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Destination Recreation: Clark's Trading Post - WCAX.COM Local Vermont News, Weather and Sports-

Destination Recreation: Clark's Trading Post

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LINCOLN, N.H. -

"We are on a grandmother--granddaughter adventure for three days up in the White Mountains. I'm taking her to places I was when I was a kid," says Linda Mullen from North Andover, Massachusetts.

Places like Clark's Trading Post. Linda Mullen has fond memories of their bear show from the early 1950s.

"They didn't have the fence and we stood in a circle and I had the bear in front of me, and I put my hand out with a cracker in it, and it ate the cracker out of my hand, then gave me a kiss on my cheek. That was the highlight of my life," she says.

An enclosure was built for the bear show in 1954, and the shows are still going strong today.

"The bear show started in 1949 by my father Murray Clark and my uncle, Edward Clark," says Murray Clark.

Murray Clark is one of the bear trainers at Clark's Trading Post. He says he develops a special bond with the creatures.

"Absolutely. They are our co-workers, our friends, and we spend a great deal of time with them," he says.

All of that bonding time makes for an impressive show. The bears do all sorts of cool tricks ranging from jumping on barrels, to riding on swings. They even get their paws dirty with sports.

Everyone has their favorite part of the bear show. Mullen's granddaughter, Olivia, likes seeing the bears ride around in circles.

Clark's Trading Post offers more than bear shows. You can see a pretty cool circus show too. Then of course there's the famous train ride on the White Mountain Central Railroad.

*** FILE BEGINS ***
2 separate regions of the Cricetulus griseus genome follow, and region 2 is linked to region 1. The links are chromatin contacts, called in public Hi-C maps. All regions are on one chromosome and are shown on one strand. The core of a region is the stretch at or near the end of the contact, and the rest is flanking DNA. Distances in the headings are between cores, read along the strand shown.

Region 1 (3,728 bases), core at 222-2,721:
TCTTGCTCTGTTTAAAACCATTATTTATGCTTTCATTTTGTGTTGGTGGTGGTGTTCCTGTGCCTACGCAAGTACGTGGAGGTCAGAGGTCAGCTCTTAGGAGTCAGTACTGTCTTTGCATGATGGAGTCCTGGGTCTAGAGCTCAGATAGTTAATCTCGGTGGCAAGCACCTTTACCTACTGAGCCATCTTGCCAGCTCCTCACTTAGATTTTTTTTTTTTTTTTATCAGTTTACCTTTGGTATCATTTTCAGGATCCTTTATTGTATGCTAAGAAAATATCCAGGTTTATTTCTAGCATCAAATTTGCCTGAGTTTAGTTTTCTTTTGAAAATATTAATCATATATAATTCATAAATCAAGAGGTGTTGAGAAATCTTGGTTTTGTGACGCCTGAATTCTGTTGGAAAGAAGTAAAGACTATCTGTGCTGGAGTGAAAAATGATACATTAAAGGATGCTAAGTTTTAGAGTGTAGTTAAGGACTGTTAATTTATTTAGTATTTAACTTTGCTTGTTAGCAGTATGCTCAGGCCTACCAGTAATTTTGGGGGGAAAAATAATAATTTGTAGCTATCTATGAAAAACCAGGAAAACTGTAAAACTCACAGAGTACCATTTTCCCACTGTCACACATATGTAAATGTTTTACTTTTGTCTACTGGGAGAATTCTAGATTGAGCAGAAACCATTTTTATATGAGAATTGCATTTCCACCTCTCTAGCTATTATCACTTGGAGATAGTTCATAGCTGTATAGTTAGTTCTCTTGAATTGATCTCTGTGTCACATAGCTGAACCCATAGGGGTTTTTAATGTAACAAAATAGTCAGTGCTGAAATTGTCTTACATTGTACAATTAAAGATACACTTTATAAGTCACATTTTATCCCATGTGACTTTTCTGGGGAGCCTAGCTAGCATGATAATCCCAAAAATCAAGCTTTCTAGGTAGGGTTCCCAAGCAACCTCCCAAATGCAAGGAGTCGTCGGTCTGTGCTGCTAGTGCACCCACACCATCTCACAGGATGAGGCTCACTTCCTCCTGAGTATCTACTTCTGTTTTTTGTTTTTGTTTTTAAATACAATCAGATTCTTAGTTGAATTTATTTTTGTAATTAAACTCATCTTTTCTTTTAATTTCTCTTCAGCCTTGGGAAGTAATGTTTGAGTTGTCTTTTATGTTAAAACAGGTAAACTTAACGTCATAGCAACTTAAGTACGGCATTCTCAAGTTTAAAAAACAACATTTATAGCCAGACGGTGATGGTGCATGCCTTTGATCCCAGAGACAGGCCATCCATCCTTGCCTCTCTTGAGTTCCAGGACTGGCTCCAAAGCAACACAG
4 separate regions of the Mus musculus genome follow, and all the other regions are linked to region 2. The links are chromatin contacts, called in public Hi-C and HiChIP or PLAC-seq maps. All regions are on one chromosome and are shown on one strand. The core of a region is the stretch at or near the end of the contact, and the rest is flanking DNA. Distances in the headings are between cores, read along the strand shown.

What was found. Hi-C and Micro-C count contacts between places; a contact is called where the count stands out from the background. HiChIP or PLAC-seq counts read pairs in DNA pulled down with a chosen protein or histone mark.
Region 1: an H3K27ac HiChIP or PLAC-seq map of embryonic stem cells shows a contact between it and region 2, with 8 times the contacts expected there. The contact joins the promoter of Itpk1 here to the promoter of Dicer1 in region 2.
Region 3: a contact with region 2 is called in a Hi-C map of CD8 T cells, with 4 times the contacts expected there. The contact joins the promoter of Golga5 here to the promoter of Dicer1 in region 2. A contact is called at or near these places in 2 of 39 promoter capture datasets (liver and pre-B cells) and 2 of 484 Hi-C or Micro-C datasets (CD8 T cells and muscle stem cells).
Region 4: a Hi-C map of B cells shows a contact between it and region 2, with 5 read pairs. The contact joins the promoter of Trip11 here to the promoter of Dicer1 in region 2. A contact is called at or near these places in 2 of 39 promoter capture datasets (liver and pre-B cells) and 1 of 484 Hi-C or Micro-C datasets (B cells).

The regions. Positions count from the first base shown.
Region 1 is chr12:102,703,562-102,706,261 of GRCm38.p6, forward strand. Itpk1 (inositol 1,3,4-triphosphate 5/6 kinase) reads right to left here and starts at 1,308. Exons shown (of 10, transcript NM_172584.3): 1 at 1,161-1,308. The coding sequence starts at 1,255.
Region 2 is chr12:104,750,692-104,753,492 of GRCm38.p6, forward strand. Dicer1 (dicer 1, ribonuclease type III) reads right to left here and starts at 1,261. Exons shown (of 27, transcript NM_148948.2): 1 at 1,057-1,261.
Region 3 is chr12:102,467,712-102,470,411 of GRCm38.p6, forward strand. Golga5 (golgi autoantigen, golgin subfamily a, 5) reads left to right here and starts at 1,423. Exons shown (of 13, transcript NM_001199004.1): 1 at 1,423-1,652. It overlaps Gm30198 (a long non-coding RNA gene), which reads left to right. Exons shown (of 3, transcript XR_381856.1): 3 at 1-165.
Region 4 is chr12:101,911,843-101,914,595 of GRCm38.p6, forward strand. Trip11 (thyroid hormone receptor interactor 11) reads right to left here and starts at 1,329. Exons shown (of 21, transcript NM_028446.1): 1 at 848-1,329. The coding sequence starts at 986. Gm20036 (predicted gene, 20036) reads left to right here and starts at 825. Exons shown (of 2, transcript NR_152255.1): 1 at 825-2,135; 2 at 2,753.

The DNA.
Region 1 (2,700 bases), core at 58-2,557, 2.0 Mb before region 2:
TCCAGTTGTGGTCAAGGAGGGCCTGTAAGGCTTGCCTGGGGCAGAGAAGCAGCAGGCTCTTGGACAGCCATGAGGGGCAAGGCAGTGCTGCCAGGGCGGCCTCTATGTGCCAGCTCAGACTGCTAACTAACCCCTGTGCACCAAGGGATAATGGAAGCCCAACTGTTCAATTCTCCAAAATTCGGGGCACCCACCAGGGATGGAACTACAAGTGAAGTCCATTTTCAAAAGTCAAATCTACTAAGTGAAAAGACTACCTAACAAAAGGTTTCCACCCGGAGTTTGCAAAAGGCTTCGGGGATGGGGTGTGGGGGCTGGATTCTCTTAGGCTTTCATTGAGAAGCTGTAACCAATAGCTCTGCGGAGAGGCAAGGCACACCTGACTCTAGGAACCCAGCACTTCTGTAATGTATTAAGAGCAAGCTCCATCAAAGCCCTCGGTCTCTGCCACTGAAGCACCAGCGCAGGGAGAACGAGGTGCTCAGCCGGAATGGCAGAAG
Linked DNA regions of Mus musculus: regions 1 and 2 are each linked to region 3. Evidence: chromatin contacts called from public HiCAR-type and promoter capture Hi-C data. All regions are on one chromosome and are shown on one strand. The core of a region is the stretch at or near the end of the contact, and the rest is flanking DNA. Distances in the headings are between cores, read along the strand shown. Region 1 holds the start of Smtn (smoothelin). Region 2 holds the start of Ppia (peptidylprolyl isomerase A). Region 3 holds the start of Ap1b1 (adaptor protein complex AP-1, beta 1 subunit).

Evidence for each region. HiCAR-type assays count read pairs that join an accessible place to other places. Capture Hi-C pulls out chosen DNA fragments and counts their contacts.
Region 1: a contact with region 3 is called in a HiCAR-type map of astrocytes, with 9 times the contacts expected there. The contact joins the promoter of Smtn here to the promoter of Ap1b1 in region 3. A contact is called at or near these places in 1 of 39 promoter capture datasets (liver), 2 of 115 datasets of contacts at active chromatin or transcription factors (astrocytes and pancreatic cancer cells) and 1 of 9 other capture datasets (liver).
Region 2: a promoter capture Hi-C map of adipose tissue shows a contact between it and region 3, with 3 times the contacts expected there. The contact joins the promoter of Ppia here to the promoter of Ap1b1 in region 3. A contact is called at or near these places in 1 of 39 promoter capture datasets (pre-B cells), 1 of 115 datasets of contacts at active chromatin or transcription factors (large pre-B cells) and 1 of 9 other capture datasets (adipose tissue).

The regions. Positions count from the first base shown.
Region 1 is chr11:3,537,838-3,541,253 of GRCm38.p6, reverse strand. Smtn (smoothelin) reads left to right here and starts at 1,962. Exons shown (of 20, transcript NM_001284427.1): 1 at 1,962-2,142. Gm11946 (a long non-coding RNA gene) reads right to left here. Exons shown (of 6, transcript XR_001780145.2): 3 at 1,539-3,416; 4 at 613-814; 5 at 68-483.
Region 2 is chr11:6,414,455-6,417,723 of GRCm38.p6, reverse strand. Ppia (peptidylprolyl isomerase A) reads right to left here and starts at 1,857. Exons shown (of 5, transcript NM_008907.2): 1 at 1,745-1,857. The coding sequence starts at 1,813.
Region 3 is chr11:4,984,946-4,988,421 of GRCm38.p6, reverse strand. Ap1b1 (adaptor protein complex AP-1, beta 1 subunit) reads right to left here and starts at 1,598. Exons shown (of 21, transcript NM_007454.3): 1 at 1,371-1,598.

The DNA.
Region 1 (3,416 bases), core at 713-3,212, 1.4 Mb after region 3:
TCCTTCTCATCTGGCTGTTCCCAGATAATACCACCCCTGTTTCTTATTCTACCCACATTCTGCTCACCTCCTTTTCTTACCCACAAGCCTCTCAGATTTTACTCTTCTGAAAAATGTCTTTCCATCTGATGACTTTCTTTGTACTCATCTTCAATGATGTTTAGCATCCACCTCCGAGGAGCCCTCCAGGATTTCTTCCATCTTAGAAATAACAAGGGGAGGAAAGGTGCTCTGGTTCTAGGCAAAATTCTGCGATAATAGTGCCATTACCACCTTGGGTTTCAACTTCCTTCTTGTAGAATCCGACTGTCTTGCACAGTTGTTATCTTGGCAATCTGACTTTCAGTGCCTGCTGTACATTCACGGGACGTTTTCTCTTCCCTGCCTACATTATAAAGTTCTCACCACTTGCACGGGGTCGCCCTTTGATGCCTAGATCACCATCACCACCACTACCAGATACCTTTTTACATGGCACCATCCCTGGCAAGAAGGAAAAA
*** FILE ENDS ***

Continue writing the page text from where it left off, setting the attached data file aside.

Once the train gets going, you get a glimpse of the bumper boats, climbing wall and the Segway area. But then, once through a covered bridge, the real show gets started: Enter the wolfman.

Local folklore says that wolfman found a very rare mineral years ago. He's doing his best to keep people away to protect it, continually yelling words of warning.

Eventually the train heads back, and everyone ends up back at the starting point safe and sound.

This train ride has thrilled riders for decades. The first time Piper Fecteau from Concord, New Hampshire experienced the ride she was a little shaken up.

"I think I hid my head because I didn't like the noise. I was scared," she says.

But today, it just makes her smile. Something that Piper's dad can't get enough of.

"Oh it makes me feel great. I love seeing them smile; they were smiling all the way up her," Chris Fecteau says.

And with so many unique things do do, there's lots of smiles to go around.

Admission to Clark's Trading Post is $20. Kids three and under are free. For more information on the show schedule you can visit: http://www.clarkstradingpost.com

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